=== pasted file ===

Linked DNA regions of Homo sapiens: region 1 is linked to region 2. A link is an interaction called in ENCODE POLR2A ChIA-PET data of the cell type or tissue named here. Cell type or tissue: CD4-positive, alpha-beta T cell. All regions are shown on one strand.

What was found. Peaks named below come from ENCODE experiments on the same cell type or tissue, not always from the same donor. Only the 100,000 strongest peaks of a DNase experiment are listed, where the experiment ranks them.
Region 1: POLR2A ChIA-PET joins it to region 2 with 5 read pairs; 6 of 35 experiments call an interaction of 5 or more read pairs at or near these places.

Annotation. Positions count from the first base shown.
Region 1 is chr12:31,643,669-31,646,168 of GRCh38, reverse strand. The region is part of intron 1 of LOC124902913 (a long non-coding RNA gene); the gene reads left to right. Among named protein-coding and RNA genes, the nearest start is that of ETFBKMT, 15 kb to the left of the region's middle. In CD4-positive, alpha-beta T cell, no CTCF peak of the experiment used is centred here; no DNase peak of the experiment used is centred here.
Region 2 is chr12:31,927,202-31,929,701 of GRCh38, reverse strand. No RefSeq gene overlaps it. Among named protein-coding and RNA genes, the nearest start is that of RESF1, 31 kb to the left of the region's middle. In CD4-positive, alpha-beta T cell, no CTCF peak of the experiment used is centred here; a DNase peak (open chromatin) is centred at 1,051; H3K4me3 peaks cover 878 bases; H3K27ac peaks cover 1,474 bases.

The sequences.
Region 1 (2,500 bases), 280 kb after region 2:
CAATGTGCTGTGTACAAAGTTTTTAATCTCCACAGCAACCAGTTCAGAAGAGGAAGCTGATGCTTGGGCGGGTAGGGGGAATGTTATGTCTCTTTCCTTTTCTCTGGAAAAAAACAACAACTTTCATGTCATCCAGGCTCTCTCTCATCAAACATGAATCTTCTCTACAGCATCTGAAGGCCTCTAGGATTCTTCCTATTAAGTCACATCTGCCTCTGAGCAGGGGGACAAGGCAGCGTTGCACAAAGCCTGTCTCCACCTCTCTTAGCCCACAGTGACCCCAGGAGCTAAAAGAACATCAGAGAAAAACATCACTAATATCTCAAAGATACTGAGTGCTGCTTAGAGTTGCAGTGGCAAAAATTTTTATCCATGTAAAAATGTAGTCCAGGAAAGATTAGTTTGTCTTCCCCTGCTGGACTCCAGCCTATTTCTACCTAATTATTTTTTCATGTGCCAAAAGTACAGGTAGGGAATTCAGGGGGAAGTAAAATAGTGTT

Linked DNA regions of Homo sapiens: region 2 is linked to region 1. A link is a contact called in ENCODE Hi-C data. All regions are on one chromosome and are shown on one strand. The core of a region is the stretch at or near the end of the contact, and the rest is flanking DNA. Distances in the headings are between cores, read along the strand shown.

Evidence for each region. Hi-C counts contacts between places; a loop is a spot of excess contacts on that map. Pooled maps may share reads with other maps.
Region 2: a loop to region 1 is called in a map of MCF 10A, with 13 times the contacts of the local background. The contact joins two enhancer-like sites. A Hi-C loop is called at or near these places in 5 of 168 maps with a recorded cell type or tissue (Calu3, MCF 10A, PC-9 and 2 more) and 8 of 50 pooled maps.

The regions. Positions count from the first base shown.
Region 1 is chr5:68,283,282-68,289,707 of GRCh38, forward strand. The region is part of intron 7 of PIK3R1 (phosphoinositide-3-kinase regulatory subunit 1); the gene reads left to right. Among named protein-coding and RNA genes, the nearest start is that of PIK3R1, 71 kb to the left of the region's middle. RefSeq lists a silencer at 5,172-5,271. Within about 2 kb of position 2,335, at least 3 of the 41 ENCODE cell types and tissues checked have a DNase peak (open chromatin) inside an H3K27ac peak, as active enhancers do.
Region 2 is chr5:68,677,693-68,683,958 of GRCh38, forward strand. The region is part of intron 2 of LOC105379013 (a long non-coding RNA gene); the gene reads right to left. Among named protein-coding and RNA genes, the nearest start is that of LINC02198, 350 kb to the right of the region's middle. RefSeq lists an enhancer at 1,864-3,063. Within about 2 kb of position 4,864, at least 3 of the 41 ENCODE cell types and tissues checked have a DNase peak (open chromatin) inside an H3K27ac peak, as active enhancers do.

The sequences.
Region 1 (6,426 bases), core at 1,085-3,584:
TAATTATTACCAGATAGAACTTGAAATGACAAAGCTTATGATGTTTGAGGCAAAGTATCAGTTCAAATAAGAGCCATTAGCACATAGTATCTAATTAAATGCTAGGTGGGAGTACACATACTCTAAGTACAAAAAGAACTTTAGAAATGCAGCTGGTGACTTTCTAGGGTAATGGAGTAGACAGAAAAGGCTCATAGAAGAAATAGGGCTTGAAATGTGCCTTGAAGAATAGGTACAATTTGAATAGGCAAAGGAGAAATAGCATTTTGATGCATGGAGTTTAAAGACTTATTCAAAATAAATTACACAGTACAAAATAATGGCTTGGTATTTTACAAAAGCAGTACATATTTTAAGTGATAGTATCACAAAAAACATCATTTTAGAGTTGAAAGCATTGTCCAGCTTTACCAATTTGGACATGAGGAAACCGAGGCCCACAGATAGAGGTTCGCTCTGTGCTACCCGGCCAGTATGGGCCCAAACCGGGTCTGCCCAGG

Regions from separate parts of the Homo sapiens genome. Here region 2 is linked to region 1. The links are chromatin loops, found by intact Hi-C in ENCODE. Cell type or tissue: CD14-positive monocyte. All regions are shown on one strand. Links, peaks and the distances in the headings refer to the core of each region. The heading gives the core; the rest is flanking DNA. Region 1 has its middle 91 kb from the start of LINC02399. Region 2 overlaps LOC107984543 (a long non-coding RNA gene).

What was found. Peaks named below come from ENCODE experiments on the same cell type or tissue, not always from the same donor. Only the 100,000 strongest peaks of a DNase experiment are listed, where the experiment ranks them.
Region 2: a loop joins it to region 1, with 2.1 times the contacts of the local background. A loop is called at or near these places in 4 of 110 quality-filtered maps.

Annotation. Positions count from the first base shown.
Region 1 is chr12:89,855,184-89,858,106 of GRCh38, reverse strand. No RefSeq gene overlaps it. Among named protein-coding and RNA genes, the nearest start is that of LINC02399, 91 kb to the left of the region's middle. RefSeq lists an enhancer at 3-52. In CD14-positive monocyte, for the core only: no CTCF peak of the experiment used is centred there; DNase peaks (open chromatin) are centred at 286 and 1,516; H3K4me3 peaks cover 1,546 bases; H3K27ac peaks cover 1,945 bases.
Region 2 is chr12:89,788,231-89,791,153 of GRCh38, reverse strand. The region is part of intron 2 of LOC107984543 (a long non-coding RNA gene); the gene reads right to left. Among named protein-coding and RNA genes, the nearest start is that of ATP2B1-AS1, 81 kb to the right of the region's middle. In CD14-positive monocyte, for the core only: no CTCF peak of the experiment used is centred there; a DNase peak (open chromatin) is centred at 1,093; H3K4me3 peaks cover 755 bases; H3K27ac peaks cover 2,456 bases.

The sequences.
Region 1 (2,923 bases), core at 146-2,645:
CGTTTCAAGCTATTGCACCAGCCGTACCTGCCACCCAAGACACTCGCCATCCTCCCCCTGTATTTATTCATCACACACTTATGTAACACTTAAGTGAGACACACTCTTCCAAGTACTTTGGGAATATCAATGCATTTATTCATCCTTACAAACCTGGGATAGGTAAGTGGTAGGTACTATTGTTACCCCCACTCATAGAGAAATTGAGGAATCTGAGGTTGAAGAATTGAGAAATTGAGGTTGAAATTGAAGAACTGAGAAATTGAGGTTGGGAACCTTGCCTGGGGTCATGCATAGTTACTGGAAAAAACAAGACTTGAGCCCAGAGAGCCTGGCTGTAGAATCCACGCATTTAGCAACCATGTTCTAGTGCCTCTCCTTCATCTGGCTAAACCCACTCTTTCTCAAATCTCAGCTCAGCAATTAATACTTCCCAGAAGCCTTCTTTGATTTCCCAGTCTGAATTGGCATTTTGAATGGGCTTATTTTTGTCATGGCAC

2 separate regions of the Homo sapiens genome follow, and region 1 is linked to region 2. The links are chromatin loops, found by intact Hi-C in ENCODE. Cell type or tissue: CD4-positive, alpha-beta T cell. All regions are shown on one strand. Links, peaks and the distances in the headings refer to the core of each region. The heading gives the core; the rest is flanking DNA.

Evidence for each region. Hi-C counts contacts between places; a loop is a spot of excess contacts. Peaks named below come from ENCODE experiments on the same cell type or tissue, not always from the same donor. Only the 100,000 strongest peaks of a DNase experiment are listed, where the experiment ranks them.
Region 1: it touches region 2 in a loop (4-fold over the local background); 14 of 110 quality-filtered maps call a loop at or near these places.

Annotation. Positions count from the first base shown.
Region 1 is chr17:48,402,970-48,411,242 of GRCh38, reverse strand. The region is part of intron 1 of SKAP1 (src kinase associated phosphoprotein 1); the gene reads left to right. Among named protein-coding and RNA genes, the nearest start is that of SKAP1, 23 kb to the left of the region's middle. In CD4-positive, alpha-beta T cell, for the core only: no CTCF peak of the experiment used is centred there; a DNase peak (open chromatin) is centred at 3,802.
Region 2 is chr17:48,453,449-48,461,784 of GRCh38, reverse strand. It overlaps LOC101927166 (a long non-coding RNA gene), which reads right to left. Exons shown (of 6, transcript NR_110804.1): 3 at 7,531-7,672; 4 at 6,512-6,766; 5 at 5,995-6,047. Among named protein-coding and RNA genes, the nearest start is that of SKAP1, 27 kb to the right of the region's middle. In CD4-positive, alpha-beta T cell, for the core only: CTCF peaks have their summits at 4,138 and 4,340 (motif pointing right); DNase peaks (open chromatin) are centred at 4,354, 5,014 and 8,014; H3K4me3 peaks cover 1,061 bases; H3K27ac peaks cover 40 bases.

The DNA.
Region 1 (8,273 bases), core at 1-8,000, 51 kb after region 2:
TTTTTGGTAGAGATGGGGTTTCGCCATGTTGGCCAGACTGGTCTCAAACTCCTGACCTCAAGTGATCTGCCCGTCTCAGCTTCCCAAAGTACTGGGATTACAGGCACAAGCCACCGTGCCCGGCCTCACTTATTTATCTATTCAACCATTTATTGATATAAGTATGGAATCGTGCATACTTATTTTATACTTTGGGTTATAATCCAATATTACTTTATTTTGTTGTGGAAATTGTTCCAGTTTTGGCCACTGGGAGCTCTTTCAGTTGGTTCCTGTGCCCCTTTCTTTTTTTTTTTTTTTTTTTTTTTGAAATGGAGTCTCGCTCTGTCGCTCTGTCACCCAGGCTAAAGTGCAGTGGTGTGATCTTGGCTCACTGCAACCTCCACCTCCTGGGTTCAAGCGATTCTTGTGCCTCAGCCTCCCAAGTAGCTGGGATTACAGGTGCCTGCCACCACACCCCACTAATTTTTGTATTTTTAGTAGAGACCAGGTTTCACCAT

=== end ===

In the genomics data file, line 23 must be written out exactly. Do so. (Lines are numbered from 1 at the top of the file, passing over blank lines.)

Region 1 is chr12:89,855,184-89,858,106 of GRCh38, reverse strand. No RefSeq gene overlaps it. Among named protein-coding and RNA genes, the nearest start is that of LINC02399, 91 kb to the left of the region's middle. RefSeq lists an enhancer at 3-52. In CD14-positive monocyte, for the core only: no CTCF peak of the experiment used is centred there; DNase peaks (open chromatin) are centred at 286 and 1,516; H3K4me3 peaks cover 1,546 bases; H3K27ac peaks cover 1,945 bases.